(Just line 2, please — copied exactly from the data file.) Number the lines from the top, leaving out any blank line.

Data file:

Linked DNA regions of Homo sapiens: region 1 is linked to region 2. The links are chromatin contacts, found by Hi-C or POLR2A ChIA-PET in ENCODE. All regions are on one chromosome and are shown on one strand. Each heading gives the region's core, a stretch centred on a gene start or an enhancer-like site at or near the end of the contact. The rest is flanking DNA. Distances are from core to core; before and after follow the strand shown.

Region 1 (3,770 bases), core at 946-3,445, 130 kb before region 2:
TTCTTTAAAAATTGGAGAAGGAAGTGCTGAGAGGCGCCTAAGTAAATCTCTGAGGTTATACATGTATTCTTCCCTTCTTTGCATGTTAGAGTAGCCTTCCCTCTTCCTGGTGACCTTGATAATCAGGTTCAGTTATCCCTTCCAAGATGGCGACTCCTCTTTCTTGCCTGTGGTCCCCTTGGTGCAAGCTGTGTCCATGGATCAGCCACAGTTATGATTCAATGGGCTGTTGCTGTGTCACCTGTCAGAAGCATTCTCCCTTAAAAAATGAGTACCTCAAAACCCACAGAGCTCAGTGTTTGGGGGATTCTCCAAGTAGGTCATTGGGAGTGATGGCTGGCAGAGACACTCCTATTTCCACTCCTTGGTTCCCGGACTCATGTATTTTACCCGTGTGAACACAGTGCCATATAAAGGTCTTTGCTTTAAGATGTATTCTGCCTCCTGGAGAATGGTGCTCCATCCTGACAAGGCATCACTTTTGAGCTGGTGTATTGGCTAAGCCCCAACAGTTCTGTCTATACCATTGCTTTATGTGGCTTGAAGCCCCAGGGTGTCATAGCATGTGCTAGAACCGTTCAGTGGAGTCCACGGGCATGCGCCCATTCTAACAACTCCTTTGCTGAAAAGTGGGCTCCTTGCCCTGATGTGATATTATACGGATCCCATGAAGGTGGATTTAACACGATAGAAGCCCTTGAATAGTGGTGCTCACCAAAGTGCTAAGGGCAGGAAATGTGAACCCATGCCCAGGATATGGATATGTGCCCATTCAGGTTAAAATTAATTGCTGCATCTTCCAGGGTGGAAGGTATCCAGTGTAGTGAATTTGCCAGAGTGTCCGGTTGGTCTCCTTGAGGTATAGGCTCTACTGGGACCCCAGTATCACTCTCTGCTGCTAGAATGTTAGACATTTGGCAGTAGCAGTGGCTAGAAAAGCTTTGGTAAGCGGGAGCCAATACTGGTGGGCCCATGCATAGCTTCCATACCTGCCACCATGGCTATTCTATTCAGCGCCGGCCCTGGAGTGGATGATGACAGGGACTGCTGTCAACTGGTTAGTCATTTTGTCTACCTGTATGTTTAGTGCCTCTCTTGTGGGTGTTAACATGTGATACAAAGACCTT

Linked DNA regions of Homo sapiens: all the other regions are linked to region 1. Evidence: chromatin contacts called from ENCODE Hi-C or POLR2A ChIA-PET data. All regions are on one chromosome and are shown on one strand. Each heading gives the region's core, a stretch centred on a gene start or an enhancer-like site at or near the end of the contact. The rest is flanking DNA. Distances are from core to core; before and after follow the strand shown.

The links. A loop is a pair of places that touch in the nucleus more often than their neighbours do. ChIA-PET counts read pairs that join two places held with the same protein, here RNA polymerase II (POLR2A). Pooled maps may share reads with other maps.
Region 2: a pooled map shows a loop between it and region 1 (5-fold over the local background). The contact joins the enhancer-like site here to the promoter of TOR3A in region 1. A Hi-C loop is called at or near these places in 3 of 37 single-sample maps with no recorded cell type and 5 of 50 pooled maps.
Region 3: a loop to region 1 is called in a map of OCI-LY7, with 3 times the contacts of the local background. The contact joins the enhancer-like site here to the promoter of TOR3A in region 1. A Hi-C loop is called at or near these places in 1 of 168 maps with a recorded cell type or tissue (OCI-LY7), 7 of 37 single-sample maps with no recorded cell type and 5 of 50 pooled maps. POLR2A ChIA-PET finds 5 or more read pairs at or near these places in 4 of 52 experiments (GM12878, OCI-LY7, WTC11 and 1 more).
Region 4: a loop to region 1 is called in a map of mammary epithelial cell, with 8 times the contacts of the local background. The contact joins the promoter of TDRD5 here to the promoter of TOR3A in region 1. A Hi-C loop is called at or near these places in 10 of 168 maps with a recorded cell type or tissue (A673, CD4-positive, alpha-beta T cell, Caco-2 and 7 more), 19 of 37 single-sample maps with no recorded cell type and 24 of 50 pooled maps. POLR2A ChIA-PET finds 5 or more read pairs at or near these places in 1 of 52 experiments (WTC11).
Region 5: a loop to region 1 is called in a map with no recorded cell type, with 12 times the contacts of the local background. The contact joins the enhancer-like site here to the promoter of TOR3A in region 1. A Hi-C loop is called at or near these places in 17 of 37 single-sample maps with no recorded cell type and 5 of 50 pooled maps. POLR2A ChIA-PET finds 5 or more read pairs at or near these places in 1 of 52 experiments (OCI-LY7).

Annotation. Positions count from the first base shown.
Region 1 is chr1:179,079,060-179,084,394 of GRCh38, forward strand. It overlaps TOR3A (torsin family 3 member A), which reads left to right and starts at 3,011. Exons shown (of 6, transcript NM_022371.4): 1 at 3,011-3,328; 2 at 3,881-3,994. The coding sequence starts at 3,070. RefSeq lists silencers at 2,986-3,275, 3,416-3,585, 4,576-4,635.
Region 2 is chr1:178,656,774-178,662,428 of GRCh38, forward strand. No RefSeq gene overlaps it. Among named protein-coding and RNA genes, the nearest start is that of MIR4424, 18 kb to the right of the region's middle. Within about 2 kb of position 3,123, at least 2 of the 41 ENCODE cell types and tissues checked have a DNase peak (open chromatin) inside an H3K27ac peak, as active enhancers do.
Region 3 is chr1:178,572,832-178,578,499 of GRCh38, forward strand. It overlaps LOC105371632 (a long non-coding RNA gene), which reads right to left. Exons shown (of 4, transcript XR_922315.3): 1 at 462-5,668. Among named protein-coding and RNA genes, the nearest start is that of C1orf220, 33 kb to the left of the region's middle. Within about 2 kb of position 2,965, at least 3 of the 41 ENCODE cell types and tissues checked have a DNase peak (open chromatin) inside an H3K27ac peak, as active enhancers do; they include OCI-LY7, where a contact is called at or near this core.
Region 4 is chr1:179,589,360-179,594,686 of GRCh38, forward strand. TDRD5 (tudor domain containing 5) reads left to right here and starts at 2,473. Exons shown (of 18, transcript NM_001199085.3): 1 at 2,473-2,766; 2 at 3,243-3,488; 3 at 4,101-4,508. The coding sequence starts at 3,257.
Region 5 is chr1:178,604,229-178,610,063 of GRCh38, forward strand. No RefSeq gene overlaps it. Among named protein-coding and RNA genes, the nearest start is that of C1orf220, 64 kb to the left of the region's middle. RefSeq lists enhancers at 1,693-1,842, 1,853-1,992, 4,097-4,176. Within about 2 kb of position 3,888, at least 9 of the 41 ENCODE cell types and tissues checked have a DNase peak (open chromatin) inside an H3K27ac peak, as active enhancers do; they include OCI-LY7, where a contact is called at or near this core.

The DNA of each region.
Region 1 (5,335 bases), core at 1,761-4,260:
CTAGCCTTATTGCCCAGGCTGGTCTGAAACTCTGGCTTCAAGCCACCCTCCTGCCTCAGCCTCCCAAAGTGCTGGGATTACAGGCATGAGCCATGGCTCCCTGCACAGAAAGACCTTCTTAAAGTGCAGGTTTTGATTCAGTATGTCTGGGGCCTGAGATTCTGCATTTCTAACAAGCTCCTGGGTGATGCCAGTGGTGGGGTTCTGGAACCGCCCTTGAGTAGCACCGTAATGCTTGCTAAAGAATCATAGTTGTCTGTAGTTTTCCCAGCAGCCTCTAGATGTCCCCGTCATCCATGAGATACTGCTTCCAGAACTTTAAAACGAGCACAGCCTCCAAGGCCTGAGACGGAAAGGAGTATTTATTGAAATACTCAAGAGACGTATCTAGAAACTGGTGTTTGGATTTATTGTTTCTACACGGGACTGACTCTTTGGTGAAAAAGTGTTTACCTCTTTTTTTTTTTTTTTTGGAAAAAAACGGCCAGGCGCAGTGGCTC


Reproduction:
Region 1 (3,770 bases), core at 946-3,445, 130 kb before region 2: